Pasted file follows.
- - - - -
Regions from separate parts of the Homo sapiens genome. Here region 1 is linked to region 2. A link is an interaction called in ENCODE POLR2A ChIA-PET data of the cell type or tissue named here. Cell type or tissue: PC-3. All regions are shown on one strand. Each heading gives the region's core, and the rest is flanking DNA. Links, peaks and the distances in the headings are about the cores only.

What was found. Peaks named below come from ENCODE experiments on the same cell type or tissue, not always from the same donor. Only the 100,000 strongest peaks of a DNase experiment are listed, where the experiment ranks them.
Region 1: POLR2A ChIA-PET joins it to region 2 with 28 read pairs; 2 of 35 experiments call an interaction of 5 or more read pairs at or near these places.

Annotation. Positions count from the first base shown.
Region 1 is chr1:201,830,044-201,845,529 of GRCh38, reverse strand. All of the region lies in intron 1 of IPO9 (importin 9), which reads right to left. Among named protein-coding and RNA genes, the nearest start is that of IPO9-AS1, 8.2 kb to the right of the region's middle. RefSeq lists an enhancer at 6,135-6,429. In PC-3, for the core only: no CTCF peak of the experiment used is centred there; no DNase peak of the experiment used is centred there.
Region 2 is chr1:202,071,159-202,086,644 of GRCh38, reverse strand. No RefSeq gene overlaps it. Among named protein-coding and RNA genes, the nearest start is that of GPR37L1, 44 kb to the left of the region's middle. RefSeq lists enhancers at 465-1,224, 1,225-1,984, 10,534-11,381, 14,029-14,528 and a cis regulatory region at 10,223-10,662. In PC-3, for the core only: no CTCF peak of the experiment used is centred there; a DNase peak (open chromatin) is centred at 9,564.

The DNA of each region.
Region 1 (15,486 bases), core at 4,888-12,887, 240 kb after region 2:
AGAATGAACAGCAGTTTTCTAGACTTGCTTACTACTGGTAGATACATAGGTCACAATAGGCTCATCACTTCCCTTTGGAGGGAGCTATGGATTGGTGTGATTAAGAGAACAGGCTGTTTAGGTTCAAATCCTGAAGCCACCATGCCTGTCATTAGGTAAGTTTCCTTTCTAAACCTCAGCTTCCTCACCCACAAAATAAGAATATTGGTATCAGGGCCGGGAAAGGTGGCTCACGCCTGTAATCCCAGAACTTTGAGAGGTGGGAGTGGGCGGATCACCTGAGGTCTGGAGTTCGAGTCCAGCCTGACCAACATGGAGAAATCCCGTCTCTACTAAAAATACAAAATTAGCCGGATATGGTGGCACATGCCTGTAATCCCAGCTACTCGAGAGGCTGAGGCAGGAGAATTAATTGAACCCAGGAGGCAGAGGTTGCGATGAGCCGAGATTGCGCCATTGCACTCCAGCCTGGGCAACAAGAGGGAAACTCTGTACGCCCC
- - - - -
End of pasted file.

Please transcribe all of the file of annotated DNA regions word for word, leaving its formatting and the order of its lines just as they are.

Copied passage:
Regions from separate parts of the Homo sapiens genome. Here region 1 is linked to region 2. A link is an interaction called in ENCODE POLR2A ChIA-PET data of the cell type or tissue named here. Cell type or tissue: PC-3. All regions are shown on one strand. Each heading gives the region's core, and the rest is flanking DNA. Links, peaks and the distances in the headings are about the cores only.

What was found. Peaks named below come from ENCODE experiments on the same cell type or tissue, not always from the same donor. Only the 100,000 strongest peaks of a DNase experiment are listed, where the experiment ranks them.
Region 1: POLR2A ChIA-PET joins it to region 2 with 28 read pairs; 2 of 35 experiments call an interaction of 5 or more read pairs at or near these places.

Annotation. Positions count from the first base shown.
Region 1 is chr1:201,830,044-201,845,529 of GRCh38, reverse strand. All of the region lies in intron 1 of IPO9 (importin 9), which reads right to left. Among named protein-coding and RNA genes, the nearest start is that of IPO9-AS1, 8.2 kb to the right of the region's middle. RefSeq lists an enhancer at 6,135-6,429. In PC-3, for the core only: no CTCF peak of the experiment used is centred there; no DNase peak of the experiment used is centred there.
Region 2 is chr1:202,071,159-202,086,644 of GRCh38, reverse strand. No RefSeq gene overlaps it. Among named protein-coding and RNA genes, the nearest start is that of GPR37L1, 44 kb to the left of the region's middle. RefSeq lists enhancers at 465-1,224, 1,225-1,984, 10,534-11,381, 14,029-14,528 and a cis regulatory region at 10,223-10,662. In PC-3, for the core only: no CTCF peak of the experiment used is centred there; a DNase peak (open chromatin) is centred at 9,564.

The DNA of each region.
Region 1 (15,486 bases), core at 4,888-12,887, 240 kb after region 2:
AGAATGAACAGCAGTTTTCTAGACTTGCTTACTACTGGTAGATACATAGGTCACAATAGGCTCATCACTTCCCTTTGGAGGGAGCTATGGATTGGTGTGATTAAGAGAACAGGCTGTTTAGGTTCAAATCCTGAAGCCACCATGCCTGTCATTAGGTAAGTTTCCTTTCTAAACCTCAGCTTCCTCACCCACAAAATAAGAATATTGGTATCAGGGCCGGGAAAGGTGGCTCACGCCTGTAATCCCAGAACTTTGAGAGGTGGGAGTGGGCGGATCACCTGAGGTCTGGAGTTCGAGTCCAGCCTGACCAACATGGAGAAATCCCGTCTCTACTAAAAATACAAAATTAGCCGGATATGGTGGCACATGCCTGTAATCCCAGCTACTCGAGAGGCTGAGGCAGGAGAATTAATTGAACCCAGGAGGCAGAGGTTGCGATGAGCCGAGATTGCGCCATTGCACTCCAGCCTGGGCAACAAGAGGGAAACTCTGTACGCCCC